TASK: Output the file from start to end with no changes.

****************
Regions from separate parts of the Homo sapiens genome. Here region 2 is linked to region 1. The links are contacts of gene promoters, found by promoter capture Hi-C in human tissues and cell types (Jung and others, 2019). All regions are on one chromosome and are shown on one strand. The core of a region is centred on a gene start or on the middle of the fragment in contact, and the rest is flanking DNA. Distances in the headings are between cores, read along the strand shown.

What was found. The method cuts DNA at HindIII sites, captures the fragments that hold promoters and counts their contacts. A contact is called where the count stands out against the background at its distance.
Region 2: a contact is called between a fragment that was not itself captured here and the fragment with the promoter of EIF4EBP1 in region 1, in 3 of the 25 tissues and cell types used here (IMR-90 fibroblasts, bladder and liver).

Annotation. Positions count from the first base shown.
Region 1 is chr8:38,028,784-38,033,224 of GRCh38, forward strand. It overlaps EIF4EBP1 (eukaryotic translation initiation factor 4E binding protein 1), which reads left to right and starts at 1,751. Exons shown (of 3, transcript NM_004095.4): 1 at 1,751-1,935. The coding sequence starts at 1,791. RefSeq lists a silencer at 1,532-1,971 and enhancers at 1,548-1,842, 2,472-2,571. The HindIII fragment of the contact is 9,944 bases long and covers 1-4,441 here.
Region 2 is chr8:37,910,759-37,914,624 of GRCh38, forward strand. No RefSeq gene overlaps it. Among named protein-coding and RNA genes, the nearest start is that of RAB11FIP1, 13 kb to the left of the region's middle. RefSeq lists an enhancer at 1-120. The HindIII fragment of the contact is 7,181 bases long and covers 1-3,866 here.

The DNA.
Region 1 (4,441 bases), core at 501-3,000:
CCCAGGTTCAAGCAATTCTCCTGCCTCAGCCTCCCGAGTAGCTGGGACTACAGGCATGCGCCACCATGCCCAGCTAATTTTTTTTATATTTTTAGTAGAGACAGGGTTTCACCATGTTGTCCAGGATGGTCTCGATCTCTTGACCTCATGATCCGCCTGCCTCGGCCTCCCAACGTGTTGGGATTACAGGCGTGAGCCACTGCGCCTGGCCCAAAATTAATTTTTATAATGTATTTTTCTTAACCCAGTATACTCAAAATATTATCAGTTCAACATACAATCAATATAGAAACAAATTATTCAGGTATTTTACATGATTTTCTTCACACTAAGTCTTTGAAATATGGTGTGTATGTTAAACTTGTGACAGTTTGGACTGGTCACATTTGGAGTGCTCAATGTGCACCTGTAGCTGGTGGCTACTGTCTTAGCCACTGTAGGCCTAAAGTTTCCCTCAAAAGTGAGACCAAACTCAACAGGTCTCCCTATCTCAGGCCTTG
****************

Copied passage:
Regions from separate parts of the Homo sapiens genome. Here region 2 is linked to region 1. The links are contacts of gene promoters, found by promoter capture Hi-C in human tissues and cell types (Jung and others, 2019). All regions are on one chromosome and are shown on one strand. The core of a region is centred on a gene start or on the middle of the fragment in contact, and the rest is flanking DNA. Distances in the headings are between cores, read along the strand shown.

What was found. The method cuts DNA at HindIII sites, captures the fragments that hold promoters and counts their contacts. A contact is called where the count stands out against the background at its distance.
Region 2: a contact is called between a fragment that was not itself captured here and the fragment with the promoter of EIF4EBP1 in region 1, in 3 of the 25 tissues and cell types used here (IMR-90 fibroblasts, bladder and liver).

Annotation. Positions count from the first base shown.
Region 1 is chr8:38,028,784-38,033,224 of GRCh38, forward strand. It overlaps EIF4EBP1 (eukaryotic translation initiation factor 4E binding protein 1), which reads left to right and starts at 1,751. Exons shown (of 3, transcript NM_004095.4): 1 at 1,751-1,935. The coding sequence starts at 1,791. RefSeq lists a silencer at 1,532-1,971 and enhancers at 1,548-1,842, 2,472-2,571. The HindIII fragment of the contact is 9,944 bases long and covers 1-4,441 here.
Region 2 is chr8:37,910,759-37,914,624 of GRCh38, forward strand. No RefSeq gene overlaps it. Among named protein-coding and RNA genes, the nearest start is that of RAB11FIP1, 13 kb to the left of the region's middle. RefSeq lists an enhancer at 1-120. The HindIII fragment of the contact is 7,181 bases long and covers 1-3,866 here.

The DNA.
Region 1 (4,441 bases), core at 501-3,000:
CCCAGGTTCAAGCAATTCTCCTGCCTCAGCCTCCCGAGTAGCTGGGACTACAGGCATGCGCCACCATGCCCAGCTAATTTTTTTTATATTTTTAGTAGAGACAGGGTTTCACCATGTTGTCCAGGATGGTCTCGATCTCTTGACCTCATGATCCGCCTGCCTCGGCCTCCCAACGTGTTGGGATTACAGGCGTGAGCCACTGCGCCTGGCCCAAAATTAATTTTTATAATGTATTTTTCTTAACCCAGTATACTCAAAATATTATCAGTTCAACATACAATCAATATAGAAACAAATTATTCAGGTATTTTACATGATTTTCTTCACACTAAGTCTTTGAAATATGGTGTGTATGTTAAACTTGTGACAGTTTGGACTGGTCACATTTGGAGTGCTCAATGTGCACCTGTAGCTGGTGGCTACTGTCTTAGCCACTGTAGGCCTAAAGTTTCCCTCAAAAGTGAGACCAAACTCAACAGGTCTCCCTATCTCAGGCCTTG